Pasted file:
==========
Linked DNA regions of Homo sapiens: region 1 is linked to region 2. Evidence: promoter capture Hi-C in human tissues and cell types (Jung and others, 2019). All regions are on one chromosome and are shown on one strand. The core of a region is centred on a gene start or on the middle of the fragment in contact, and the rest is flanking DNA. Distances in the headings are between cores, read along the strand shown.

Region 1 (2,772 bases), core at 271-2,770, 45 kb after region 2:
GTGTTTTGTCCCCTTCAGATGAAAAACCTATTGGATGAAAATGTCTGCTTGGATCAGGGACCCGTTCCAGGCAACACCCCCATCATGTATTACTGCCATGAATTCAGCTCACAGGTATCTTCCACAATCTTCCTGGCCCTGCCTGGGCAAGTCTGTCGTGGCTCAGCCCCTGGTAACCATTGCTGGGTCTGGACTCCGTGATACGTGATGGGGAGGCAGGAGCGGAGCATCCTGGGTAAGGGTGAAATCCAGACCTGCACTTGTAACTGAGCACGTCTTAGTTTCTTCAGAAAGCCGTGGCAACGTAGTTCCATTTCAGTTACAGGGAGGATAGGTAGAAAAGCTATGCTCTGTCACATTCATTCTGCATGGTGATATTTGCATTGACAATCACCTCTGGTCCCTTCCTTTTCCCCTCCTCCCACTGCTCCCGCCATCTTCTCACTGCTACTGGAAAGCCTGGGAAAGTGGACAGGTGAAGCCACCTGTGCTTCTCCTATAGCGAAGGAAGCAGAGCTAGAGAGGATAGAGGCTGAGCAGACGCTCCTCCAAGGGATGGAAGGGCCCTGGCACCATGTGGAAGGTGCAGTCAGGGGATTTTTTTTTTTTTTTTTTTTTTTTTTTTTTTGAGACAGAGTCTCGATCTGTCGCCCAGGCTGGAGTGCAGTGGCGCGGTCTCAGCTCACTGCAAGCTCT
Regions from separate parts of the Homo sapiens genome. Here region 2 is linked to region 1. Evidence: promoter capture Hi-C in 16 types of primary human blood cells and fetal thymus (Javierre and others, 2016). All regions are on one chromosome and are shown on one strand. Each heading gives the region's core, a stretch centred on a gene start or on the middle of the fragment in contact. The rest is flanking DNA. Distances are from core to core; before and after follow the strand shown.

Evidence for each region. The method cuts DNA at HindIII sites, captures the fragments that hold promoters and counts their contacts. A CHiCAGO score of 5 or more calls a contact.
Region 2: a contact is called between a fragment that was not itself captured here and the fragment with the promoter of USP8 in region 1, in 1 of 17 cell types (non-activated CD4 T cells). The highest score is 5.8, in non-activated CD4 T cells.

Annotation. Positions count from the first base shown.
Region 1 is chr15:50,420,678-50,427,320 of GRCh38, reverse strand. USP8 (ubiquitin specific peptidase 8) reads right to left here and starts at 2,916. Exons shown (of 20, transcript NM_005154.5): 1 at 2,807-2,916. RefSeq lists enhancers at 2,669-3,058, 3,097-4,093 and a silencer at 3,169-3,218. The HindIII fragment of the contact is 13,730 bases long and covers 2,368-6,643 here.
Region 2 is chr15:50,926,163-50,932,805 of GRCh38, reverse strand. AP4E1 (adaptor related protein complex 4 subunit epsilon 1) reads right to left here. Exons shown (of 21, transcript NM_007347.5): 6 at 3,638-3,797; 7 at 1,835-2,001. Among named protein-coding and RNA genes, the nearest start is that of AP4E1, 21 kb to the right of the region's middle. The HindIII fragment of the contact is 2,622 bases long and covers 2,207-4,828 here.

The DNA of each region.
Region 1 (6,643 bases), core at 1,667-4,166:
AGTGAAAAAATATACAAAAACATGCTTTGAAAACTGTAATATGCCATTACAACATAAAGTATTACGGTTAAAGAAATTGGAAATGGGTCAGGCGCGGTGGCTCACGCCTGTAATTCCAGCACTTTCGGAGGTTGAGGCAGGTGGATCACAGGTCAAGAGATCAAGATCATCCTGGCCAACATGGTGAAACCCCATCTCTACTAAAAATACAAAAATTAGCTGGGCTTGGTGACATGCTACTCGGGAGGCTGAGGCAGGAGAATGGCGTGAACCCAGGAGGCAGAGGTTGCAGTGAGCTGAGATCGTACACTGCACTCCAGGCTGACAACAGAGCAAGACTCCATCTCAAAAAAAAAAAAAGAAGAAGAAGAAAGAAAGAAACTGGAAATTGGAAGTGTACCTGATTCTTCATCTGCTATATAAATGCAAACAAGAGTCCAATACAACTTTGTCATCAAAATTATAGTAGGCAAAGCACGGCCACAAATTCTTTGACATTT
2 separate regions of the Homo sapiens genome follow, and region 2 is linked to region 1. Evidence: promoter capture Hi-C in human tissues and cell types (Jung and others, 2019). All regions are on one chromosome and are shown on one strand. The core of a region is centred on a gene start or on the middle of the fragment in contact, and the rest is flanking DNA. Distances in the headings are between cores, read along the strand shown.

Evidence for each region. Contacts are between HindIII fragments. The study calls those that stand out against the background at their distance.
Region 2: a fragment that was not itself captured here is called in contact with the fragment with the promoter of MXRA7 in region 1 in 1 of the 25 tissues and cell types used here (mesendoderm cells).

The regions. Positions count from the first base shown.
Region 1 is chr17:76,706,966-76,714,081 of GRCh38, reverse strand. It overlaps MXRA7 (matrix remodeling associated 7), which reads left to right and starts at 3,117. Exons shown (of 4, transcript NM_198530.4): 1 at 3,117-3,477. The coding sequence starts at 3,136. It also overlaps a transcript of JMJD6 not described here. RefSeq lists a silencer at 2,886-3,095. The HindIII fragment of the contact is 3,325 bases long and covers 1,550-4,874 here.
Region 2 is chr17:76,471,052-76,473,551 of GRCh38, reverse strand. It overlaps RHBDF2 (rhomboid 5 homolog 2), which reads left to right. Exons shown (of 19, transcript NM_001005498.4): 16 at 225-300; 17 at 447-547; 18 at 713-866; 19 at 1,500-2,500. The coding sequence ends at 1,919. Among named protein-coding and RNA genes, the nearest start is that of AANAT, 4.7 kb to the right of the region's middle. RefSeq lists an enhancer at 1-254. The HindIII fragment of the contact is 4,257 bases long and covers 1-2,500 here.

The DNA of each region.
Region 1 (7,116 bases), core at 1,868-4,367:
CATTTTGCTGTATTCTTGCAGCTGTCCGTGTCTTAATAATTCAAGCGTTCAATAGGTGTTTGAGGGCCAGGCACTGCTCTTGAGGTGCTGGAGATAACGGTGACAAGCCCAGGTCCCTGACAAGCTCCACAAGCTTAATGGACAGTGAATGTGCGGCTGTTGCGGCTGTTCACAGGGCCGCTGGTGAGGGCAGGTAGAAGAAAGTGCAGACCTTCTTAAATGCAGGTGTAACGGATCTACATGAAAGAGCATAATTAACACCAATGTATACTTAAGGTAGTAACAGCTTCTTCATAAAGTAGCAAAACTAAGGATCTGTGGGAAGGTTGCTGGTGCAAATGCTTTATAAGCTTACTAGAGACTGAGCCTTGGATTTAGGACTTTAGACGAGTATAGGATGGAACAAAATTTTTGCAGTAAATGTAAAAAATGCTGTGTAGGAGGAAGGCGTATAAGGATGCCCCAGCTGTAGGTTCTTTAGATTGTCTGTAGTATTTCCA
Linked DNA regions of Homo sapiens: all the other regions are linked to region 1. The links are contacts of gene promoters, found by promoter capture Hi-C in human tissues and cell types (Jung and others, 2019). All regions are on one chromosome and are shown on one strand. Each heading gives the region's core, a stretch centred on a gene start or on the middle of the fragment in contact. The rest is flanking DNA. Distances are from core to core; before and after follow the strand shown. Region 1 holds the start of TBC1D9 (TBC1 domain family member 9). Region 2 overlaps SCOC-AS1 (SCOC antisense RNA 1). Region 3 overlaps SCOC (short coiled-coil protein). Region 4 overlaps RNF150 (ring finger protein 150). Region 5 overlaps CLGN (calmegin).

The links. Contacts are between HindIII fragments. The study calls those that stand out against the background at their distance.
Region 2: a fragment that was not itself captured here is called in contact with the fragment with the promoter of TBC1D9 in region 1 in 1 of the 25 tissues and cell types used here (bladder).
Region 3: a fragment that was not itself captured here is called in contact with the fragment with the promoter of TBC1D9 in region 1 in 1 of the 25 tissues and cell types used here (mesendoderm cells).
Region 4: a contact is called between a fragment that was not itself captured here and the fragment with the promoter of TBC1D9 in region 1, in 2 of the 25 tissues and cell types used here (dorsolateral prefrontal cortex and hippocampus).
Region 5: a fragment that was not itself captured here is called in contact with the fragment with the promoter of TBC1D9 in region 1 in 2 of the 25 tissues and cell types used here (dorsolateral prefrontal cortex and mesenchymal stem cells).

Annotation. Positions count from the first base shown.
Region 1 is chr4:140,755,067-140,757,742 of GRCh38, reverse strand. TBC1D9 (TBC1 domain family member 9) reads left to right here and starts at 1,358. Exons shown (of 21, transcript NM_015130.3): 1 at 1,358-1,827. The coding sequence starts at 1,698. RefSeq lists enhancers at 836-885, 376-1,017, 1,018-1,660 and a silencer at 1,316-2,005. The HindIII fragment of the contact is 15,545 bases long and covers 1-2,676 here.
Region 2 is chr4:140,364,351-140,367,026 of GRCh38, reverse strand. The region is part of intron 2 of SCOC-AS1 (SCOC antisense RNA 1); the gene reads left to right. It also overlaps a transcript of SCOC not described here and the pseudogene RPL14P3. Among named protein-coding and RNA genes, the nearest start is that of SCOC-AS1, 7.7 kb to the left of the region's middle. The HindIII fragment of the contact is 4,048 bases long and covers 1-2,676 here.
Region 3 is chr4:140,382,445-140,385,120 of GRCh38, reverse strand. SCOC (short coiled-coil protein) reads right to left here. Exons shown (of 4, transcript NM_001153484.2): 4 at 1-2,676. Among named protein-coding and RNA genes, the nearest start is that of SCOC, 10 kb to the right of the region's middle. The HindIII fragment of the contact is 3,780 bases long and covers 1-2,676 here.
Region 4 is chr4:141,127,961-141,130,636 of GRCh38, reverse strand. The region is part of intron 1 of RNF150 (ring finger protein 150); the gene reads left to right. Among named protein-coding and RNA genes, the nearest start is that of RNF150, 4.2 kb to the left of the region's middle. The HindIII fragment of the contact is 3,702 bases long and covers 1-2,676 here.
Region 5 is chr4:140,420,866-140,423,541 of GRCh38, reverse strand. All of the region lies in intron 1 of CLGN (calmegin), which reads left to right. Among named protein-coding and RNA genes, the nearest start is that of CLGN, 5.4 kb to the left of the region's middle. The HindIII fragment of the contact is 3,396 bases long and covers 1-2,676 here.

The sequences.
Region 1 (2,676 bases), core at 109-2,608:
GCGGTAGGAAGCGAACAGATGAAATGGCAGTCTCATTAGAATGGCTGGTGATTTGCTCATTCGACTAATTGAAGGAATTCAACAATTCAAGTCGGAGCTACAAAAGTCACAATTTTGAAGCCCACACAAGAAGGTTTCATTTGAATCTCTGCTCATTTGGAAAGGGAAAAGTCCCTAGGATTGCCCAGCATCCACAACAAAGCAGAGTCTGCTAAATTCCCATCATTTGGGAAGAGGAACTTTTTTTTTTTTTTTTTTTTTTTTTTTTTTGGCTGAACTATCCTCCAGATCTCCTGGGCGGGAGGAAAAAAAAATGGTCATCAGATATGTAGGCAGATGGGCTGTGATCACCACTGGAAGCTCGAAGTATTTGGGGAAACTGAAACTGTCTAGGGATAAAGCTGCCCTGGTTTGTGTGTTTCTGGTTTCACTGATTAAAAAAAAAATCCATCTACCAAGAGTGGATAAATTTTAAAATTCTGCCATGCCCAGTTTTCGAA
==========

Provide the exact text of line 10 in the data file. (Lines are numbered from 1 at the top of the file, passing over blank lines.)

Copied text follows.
The DNA of each region.